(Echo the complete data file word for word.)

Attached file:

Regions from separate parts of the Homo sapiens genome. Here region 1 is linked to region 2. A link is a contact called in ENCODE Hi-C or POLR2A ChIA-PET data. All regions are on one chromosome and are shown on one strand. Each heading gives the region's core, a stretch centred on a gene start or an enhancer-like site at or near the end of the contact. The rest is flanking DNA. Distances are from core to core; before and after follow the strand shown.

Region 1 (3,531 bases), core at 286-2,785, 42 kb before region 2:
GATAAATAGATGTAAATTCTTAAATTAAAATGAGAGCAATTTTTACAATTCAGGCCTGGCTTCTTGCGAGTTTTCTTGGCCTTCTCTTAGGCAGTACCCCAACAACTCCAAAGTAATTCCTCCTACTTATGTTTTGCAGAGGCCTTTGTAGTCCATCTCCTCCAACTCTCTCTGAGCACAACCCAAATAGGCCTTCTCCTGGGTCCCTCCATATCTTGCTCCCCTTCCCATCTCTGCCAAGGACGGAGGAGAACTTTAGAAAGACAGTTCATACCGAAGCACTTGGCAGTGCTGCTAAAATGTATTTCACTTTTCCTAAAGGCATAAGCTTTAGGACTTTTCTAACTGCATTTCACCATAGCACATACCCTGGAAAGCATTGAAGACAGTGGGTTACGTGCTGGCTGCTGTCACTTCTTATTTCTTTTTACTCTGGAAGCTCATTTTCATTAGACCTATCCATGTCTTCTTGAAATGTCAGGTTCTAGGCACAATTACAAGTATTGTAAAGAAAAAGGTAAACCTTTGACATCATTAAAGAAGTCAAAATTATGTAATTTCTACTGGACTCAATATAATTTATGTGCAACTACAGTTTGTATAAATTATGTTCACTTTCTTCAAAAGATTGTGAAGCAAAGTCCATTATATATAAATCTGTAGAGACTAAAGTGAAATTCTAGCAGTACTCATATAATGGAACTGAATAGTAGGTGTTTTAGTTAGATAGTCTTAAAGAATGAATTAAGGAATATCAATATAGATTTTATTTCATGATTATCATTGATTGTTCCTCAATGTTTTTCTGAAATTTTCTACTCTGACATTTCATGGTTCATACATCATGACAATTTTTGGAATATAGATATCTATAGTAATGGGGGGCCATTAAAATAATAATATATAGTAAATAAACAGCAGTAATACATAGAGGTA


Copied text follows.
Regions from separate parts of the Homo sapiens genome. Here region 1 is linked to region 2. A link is a contact called in ENCODE Hi-C or POLR2A ChIA-PET data. All regions are on one chromosome and are shown on one strand. Each heading gives the region's core, a stretch centred on a gene start or an enhancer-like site at or near the end of the contact. The rest is flanking DNA. Distances are from core to core; before and after follow the strand shown.

Region 1 (3,531 bases), core at 286-2,785, 42 kb before region 2:
GATAAATAGATGTAAATTCTTAAATTAAAATGAGAGCAATTTTTACAATTCAGGCCTGGCTTCTTGCGAGTTTTCTTGGCCTTCTCTTAGGCAGTACCCCAACAACTCCAAAGTAATTCCTCCTACTTATGTTTTGCAGAGGCCTTTGTAGTCCATCTCCTCCAACTCTCTCTGAGCACAACCCAAATAGGCCTTCTCCTGGGTCCCTCCATATCTTGCTCCCCTTCCCATCTCTGCCAAGGACGGAGGAGAACTTTAGAAAGACAGTTCATACCGAAGCACTTGGCAGTGCTGCTAAAATGTATTTCACTTTTCCTAAAGGCATAAGCTTTAGGACTTTTCTAACTGCATTTCACCATAGCACATACCCTGGAAAGCATTGAAGACAGTGGGTTACGTGCTGGCTGCTGTCACTTCTTATTTCTTTTTACTCTGGAAGCTCATTTTCATTAGACCTATCCATGTCTTCTTGAAATGTCAGGTTCTAGGCACAATTACAAGTATTGTAAAGAAAAAGGTAAACCTTTGACATCATTAAAGAAGTCAAAATTATGTAATTTCTACTGGACTCAATATAATTTATGTGCAACTACAGTTTGTATAAATTATGTTCACTTTCTTCAAAAGATTGTGAAGCAAAGTCCATTATATATAAATCTGTAGAGACTAAAGTGAAATTCTAGCAGTACTCATATAATGGAACTGAATAGTAGGTGTTTTAGTTAGATAGTCTTAAAGAATGAATTAAGGAATATCAATATAGATTTTATTTCATGATTATCATTGATTGTTCCTCAATGTTTTTCTGAAATTTTCTACTCTGACATTTCATGGTTCATACATCATGACAATTTTTGGAATATAGATATCTATAGTAATGGGGGGCCATTAAAATAATAATATATAGTAAATAAACAGCAGTAATACATAGAGGTA